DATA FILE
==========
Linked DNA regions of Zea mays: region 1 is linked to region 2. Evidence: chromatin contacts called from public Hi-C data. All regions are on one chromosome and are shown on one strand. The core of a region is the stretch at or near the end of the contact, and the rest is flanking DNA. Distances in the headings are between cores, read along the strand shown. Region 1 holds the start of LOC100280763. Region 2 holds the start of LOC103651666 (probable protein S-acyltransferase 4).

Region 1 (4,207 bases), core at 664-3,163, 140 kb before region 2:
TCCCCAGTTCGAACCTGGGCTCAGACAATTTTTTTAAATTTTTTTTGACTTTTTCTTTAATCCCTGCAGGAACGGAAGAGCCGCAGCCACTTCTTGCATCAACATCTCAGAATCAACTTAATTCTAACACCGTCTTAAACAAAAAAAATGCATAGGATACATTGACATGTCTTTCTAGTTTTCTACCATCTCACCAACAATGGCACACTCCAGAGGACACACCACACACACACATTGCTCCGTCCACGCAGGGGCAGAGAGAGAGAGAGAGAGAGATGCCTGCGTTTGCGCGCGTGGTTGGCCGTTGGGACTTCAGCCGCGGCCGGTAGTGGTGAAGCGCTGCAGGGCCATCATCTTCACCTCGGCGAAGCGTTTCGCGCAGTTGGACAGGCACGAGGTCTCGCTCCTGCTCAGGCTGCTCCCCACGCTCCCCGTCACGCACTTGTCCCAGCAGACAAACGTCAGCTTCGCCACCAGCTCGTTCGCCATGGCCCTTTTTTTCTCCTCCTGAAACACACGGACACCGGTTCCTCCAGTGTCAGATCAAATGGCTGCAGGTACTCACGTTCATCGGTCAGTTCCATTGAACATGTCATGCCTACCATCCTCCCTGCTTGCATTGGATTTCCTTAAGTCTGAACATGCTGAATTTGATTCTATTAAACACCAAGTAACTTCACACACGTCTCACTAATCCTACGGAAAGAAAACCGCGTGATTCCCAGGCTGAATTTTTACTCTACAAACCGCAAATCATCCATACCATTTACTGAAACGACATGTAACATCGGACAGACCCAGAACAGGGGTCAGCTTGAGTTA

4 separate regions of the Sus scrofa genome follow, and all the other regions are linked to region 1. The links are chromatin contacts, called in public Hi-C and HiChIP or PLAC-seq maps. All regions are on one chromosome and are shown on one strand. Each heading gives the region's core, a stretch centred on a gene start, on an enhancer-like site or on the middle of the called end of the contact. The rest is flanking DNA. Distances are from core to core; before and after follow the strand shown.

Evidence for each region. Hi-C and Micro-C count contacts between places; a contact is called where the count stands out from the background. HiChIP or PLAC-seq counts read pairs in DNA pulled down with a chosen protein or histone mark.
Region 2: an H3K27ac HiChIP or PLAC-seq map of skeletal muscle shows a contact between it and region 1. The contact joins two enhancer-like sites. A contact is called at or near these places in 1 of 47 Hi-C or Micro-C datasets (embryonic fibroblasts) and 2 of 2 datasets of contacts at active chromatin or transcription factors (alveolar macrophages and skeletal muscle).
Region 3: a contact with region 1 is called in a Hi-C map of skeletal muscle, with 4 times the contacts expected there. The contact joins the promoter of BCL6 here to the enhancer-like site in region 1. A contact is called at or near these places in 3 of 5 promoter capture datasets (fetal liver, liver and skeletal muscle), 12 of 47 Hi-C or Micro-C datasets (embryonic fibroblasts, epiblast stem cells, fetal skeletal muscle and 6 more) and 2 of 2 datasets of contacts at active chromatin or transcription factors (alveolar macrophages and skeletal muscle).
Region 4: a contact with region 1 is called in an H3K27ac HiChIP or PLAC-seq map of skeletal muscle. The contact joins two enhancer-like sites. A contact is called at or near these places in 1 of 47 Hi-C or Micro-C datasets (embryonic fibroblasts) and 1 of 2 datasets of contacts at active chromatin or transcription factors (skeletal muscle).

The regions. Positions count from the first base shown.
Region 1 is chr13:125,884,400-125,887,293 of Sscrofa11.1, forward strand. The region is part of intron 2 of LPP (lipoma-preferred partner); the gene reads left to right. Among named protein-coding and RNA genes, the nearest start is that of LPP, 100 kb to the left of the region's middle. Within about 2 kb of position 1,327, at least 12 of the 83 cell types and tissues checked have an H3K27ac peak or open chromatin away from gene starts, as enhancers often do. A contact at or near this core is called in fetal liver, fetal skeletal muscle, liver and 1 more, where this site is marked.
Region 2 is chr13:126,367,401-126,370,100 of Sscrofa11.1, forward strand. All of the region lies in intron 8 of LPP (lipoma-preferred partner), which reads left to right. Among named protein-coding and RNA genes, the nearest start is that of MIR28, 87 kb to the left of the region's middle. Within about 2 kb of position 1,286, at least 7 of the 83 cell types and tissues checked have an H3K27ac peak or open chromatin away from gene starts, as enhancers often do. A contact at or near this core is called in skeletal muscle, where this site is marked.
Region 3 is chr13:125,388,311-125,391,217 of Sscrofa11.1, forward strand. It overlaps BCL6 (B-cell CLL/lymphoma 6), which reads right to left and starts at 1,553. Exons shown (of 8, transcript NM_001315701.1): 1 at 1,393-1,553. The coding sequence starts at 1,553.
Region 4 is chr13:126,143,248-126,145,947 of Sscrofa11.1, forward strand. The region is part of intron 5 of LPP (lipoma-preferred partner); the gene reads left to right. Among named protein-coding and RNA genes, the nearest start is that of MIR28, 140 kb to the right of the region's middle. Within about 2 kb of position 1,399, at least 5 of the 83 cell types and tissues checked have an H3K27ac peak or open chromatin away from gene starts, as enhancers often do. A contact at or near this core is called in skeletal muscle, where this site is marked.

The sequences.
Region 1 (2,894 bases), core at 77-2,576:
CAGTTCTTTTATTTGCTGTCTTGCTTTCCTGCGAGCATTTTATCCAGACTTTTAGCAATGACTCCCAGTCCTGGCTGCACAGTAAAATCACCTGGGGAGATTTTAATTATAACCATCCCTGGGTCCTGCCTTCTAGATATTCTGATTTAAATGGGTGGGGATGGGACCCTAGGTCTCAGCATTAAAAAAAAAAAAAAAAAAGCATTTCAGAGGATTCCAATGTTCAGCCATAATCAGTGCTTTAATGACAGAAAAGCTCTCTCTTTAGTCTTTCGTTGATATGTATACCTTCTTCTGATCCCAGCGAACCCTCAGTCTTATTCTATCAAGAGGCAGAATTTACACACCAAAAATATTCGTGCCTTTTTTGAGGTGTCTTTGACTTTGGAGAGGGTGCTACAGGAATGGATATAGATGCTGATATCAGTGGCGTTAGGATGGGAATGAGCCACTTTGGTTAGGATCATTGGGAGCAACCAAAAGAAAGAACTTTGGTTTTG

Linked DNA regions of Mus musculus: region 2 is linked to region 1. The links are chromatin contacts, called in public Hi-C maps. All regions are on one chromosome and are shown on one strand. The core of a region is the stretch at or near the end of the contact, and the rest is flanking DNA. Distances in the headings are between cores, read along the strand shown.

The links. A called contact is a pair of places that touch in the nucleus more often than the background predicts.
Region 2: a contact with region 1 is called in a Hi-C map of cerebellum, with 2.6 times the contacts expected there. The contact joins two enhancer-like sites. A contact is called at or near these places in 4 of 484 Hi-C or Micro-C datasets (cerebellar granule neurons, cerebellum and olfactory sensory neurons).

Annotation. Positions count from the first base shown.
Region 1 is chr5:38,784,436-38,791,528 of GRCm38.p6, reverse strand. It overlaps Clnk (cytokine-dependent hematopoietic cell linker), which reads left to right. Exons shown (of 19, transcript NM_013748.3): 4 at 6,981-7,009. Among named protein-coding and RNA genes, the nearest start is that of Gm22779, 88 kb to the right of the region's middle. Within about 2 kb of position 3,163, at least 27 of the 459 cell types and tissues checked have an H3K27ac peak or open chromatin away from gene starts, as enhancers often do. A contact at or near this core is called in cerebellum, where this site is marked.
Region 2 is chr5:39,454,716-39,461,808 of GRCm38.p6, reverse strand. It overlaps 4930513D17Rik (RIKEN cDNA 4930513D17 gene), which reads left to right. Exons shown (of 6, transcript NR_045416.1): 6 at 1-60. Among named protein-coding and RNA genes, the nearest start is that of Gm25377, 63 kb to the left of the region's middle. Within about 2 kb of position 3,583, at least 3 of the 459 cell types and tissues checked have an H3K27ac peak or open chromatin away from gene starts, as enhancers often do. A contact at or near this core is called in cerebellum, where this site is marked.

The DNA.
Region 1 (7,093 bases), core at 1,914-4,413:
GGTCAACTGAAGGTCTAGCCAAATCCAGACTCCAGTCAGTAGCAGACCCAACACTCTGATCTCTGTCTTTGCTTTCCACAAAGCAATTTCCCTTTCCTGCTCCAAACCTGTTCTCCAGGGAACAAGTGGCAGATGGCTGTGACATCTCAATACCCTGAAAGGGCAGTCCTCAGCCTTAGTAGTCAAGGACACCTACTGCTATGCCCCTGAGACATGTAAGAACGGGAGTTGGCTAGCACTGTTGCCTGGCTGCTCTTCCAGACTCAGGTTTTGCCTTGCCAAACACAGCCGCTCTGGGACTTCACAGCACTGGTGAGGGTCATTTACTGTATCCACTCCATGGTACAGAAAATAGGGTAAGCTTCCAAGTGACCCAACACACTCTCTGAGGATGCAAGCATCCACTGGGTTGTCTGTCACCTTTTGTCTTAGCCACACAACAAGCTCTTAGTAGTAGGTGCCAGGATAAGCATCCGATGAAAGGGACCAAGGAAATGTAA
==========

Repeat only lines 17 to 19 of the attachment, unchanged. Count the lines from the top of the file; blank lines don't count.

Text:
Linked DNA regions of Mus musculus: region 2 is linked to region 1. The links are chromatin contacts, called in public Hi-C maps. All regions are on one chromosome and are shown on one strand. The core of a region is the stretch at or near the end of the contact, and the rest is flanking DNA. Distances in the headings are between cores, read along the strand shown.

The links. A called contact is a pair of places that touch in the nucleus more often than the background predicts.
Region 2: a contact with region 1 is called in a Hi-C map of cerebellum, with 2.6 times the contacts expected there. The contact joins two enhancer-like sites. A contact is called at or near these places in 4 of 484 Hi-C or Micro-C datasets (cerebellar granule neurons, cerebellum and olfactory sensory neurons).